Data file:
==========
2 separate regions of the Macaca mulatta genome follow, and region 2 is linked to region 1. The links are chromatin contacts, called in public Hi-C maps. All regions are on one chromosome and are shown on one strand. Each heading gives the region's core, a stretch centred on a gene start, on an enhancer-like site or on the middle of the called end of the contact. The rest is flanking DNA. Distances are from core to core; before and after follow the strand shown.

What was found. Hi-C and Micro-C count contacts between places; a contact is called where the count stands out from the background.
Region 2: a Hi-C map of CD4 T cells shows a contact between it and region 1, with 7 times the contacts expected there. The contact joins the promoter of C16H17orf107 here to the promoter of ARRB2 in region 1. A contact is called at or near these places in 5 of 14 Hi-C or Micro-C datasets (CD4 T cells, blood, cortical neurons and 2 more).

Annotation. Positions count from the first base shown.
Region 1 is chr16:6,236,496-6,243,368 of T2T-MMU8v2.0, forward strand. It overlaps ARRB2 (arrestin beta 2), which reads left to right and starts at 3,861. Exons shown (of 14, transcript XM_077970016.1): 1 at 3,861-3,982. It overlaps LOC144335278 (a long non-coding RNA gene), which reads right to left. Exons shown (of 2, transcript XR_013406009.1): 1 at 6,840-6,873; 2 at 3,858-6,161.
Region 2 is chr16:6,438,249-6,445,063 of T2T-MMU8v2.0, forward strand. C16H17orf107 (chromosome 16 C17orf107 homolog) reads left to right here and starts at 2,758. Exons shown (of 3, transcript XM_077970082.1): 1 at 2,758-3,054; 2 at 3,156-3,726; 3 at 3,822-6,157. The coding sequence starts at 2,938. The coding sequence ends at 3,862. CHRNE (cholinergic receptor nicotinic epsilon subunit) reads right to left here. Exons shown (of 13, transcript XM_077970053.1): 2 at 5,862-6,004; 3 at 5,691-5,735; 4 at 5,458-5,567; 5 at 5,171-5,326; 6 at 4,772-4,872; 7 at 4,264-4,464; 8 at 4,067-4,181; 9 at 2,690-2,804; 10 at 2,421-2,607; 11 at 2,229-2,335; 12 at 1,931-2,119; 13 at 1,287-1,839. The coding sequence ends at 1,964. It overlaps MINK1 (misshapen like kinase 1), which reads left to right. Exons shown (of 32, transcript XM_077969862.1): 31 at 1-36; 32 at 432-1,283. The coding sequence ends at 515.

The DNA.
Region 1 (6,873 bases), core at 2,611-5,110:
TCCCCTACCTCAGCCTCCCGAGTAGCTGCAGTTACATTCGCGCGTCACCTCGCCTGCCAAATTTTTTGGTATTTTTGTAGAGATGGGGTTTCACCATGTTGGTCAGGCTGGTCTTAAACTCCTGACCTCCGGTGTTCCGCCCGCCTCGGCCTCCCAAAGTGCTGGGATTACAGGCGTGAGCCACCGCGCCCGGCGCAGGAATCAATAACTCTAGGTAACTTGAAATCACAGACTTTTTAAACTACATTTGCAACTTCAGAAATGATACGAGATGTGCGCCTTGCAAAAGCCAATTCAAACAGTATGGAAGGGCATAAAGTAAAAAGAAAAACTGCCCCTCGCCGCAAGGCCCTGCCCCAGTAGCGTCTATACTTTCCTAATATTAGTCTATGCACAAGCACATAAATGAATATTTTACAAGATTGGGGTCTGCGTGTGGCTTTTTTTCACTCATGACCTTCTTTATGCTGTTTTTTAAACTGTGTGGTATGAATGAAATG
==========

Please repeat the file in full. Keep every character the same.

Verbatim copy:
2 separate regions of the Macaca mulatta genome follow, and region 2 is linked to region 1. The links are chromatin contacts, called in public Hi-C maps. All regions are on one chromosome and are shown on one strand. Each heading gives the region's core, a stretch centred on a gene start, on an enhancer-like site or on the middle of the called end of the contact. The rest is flanking DNA. Distances are from core to core; before and after follow the strand shown.

What was found. Hi-C and Micro-C count contacts between places; a contact is called where the count stands out from the background.
Region 2: a Hi-C map of CD4 T cells shows a contact between it and region 1, with 7 times the contacts expected there. The contact joins the promoter of C16H17orf107 here to the promoter of ARRB2 in region 1. A contact is called at or near these places in 5 of 14 Hi-C or Micro-C datasets (CD4 T cells, blood, cortical neurons and 2 more).

Annotation. Positions count from the first base shown.
Region 1 is chr16:6,236,496-6,243,368 of T2T-MMU8v2.0, forward strand. It overlaps ARRB2 (arrestin beta 2), which reads left to right and starts at 3,861. Exons shown (of 14, transcript XM_077970016.1): 1 at 3,861-3,982. It overlaps LOC144335278 (a long non-coding RNA gene), which reads right to left. Exons shown (of 2, transcript XR_013406009.1): 1 at 6,840-6,873; 2 at 3,858-6,161.
Region 2 is chr16:6,438,249-6,445,063 of T2T-MMU8v2.0, forward strand. C16H17orf107 (chromosome 16 C17orf107 homolog) reads left to right here and starts at 2,758. Exons shown (of 3, transcript XM_077970082.1): 1 at 2,758-3,054; 2 at 3,156-3,726; 3 at 3,822-6,157. The coding sequence starts at 2,938. The coding sequence ends at 3,862. CHRNE (cholinergic receptor nicotinic epsilon subunit) reads right to left here. Exons shown (of 13, transcript XM_077970053.1): 2 at 5,862-6,004; 3 at 5,691-5,735; 4 at 5,458-5,567; 5 at 5,171-5,326; 6 at 4,772-4,872; 7 at 4,264-4,464; 8 at 4,067-4,181; 9 at 2,690-2,804; 10 at 2,421-2,607; 11 at 2,229-2,335; 12 at 1,931-2,119; 13 at 1,287-1,839. The coding sequence ends at 1,964. It overlaps MINK1 (misshapen like kinase 1), which reads left to right. Exons shown (of 32, transcript XM_077969862.1): 31 at 1-36; 32 at 432-1,283. The coding sequence ends at 515.

The DNA.
Region 1 (6,873 bases), core at 2,611-5,110:
TCCCCTACCTCAGCCTCCCGAGTAGCTGCAGTTACATTCGCGCGTCACCTCGCCTGCCAAATTTTTTGGTATTTTTGTAGAGATGGGGTTTCACCATGTTGGTCAGGCTGGTCTTAAACTCCTGACCTCCGGTGTTCCGCCCGCCTCGGCCTCCCAAAGTGCTGGGATTACAGGCGTGAGCCACCGCGCCCGGCGCAGGAATCAATAACTCTAGGTAACTTGAAATCACAGACTTTTTAAACTACATTTGCAACTTCAGAAATGATACGAGATGTGCGCCTTGCAAAAGCCAATTCAAACAGTATGGAAGGGCATAAAGTAAAAAGAAAAACTGCCCCTCGCCGCAAGGCCCTGCCCCAGTAGCGTCTATACTTTCCTAATATTAGTCTATGCACAAGCACATAAATGAATATTTTACAAGATTGGGGTCTGCGTGTGGCTTTTTTTCACTCATGACCTTCTTTATGCTGTTTTTTAAACTGTGTGGTATGAATGAAATG